Teamwork is an integral part of the philosophy of palliative care.
Cross-functional, interdisciplinary teams offer benefits to patients, practitioners and specialist areas of care.
Leadership of teams can be difficult.
With shared responsibilities, more than the sum of the competencies of team members can be offered.
In palliative care the final decision-maker is the patient.
Working in teams has been an integral part of the philosophy of palliative care since its early days, enshrined in its standards1 and embedded in its practice. What, then, have we learned from this emphasis, and how transferable are the lessons to other areas of healthcare?
Palliative care embraces a number of different frameworks and approaches to meet the needs of the “whole” person. As soon as we speak about the many dimensions of dying, and aim to provide maximum comfort and support, we are engaged in broad endeavours. Moreover, the origins of palliative care lie in the areas of religious care and nursing, rather than medicine,2 and palliative care draws heavily on a broad spectrum of disciplines, knowledge, skill, experience and creative thought.
Palliative care teams may include nurses, doctors, social workers, volunteers, chaplains, allied health practitioners and a multitude of other therapists. Medical science has come to new understandings about the interplay of the physical, functional, emotional, psychological, social and spiritual aspects of wellbeing and more lately has supported the development of multidisciplinary approaches.
The features of multidisciplinary teams are well understood in current clinical practice. Professional identities are clearly defined and team membership is secondary. Leadership is often hierarchical. Many practitioners in healthcare teams work as “wedges of a pie”, each with their own clearly defined place in the overall care of the patient, contributing their expertise in relative isolation from one another. In many settings, this may be the practical limit of the teamwork concept.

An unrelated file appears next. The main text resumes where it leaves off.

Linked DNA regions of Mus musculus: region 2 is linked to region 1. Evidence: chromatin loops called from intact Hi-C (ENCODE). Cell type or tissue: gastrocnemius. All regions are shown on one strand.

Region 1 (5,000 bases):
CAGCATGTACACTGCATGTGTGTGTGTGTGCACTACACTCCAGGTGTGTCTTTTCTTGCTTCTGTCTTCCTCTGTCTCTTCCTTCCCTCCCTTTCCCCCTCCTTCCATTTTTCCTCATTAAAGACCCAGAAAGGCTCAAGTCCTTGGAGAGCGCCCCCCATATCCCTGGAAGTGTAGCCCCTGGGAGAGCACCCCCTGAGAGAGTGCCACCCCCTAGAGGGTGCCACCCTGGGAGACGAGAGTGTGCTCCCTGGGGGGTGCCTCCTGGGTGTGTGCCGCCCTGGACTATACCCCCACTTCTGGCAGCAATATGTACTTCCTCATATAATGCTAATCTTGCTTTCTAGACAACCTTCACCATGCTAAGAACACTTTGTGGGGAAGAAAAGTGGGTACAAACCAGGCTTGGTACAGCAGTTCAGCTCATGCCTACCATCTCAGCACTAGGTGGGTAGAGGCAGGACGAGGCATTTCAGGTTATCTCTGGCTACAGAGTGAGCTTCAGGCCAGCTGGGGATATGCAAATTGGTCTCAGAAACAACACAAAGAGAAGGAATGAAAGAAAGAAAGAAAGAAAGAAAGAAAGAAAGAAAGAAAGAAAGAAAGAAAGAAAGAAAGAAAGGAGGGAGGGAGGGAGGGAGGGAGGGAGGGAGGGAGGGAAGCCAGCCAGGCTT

Interdisciplinary function is generally the aim of specialist palliative care teams, with members contributing from their particular expertise. The team shares information and works interdependently. Leadership is task-dependent,3 with tasks defined by the individual patient’s situation. The analogy of the hand is appropriate: individual digits of differing ability, function and dexterity work together to achieve more than the sum of the individual fingers.4
It needs to be acknowledged that team structures vary widely within palliative care. The sole practitioner is one extreme — hardly a “team”, but nonetheless providing a very valuable service. This situation may exist because of geographical constraints, or patients may choose to align themselves with a sole practitioner, of whatever available discipline, with (hopefully) a silent, unseen team in support.
The other extreme of team composition is the transdisciplinary approach4 — a team in which “role release” occurs. Roles and responsibilities are shared and there are few seams between the members’ functions. This means that a team member’s particular expertise is not transparent to the patient or the consumer. This is not a model used in healthcare.
In the business world, organisation theory has developed the concept of cross-functional teams,4 assembled to create sets of skills for a particular purpose. They are comprised of experts ready to move quickly and flexibly together; to adapt to changing needs with a diversity of team players — in essence, an interdisciplinary team. The synergy that is created by these teams is beneficial to the patient, the family and the team members. Interdisciplinary teamwork requires the “interaction of the team to produce the final product”. It should be able to achieve more than the sum of the individuals involved.4 Successful teams may possess combinations of skills that no single individual demonstrates alone.